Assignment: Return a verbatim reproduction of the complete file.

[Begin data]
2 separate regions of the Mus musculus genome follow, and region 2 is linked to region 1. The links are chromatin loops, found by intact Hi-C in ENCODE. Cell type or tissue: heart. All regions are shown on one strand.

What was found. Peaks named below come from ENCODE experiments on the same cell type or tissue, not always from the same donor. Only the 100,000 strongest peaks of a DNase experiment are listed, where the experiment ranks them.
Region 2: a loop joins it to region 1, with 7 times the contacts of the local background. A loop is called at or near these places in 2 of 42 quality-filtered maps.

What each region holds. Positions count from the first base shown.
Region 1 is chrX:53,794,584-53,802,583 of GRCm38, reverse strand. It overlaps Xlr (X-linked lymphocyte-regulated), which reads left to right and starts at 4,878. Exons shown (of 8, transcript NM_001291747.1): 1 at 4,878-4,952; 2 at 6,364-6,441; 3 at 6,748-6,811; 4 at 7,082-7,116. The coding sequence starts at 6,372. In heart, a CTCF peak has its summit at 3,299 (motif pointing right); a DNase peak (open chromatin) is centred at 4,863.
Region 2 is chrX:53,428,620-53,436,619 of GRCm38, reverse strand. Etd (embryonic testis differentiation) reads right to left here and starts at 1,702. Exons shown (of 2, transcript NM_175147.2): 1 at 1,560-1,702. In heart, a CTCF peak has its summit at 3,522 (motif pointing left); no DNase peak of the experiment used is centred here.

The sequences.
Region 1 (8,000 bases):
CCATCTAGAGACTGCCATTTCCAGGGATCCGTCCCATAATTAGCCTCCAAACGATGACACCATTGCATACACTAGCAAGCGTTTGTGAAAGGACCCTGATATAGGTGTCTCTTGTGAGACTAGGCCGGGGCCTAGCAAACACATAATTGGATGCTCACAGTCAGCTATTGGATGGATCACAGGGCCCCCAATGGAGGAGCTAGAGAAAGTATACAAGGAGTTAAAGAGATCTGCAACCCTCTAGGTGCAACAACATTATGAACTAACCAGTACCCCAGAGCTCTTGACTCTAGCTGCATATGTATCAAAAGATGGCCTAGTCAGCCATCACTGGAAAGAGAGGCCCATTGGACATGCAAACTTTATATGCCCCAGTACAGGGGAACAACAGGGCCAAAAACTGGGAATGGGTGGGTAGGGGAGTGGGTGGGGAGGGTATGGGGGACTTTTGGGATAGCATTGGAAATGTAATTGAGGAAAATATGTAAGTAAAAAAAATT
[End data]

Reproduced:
2 separate regions of the Mus musculus genome follow, and region 2 is linked to region 1. The links are chromatin loops, found by intact Hi-C in ENCODE. Cell type or tissue: heart. All regions are shown on one strand.

What was found. Peaks named below come from ENCODE experiments on the same cell type or tissue, not always from the same donor. Only the 100,000 strongest peaks of a DNase experiment are listed, where the experiment ranks them.
Region 2: a loop joins it to region 1, with 7 times the contacts of the local background. A loop is called at or near these places in 2 of 42 quality-filtered maps.

What each region holds. Positions count from the first base shown.
Region 1 is chrX:53,794,584-53,802,583 of GRCm38, reverse strand. It overlaps Xlr (X-linked lymphocyte-regulated), which reads left to right and starts at 4,878. Exons shown (of 8, transcript NM_001291747.1): 1 at 4,878-4,952; 2 at 6,364-6,441; 3 at 6,748-6,811; 4 at 7,082-7,116. The coding sequence starts at 6,372. In heart, a CTCF peak has its summit at 3,299 (motif pointing right); a DNase peak (open chromatin) is centred at 4,863.
Region 2 is chrX:53,428,620-53,436,619 of GRCm38, reverse strand. Etd (embryonic testis differentiation) reads right to left here and starts at 1,702. Exons shown (of 2, transcript NM_175147.2): 1 at 1,560-1,702. In heart, a CTCF peak has its summit at 3,522 (motif pointing left); no DNase peak of the experiment used is centred here.

The sequences.
Region 1 (8,000 bases):
CCATCTAGAGACTGCCATTTCCAGGGATCCGTCCCATAATTAGCCTCCAAACGATGACACCATTGCATACACTAGCAAGCGTTTGTGAAAGGACCCTGATATAGGTGTCTCTTGTGAGACTAGGCCGGGGCCTAGCAAACACATAATTGGATGCTCACAGTCAGCTATTGGATGGATCACAGGGCCCCCAATGGAGGAGCTAGAGAAAGTATACAAGGAGTTAAAGAGATCTGCAACCCTCTAGGTGCAACAACATTATGAACTAACCAGTACCCCAGAGCTCTTGACTCTAGCTGCATATGTATCAAAAGATGGCCTAGTCAGCCATCACTGGAAAGAGAGGCCCATTGGACATGCAAACTTTATATGCCCCAGTACAGGGGAACAACAGGGCCAAAAACTGGGAATGGGTGGGTAGGGGAGTGGGTGGGGAGGGTATGGGGGACTTTTGGGATAGCATTGGAAATGTAATTGAGGAAAATATGTAAGTAAAAAAAATT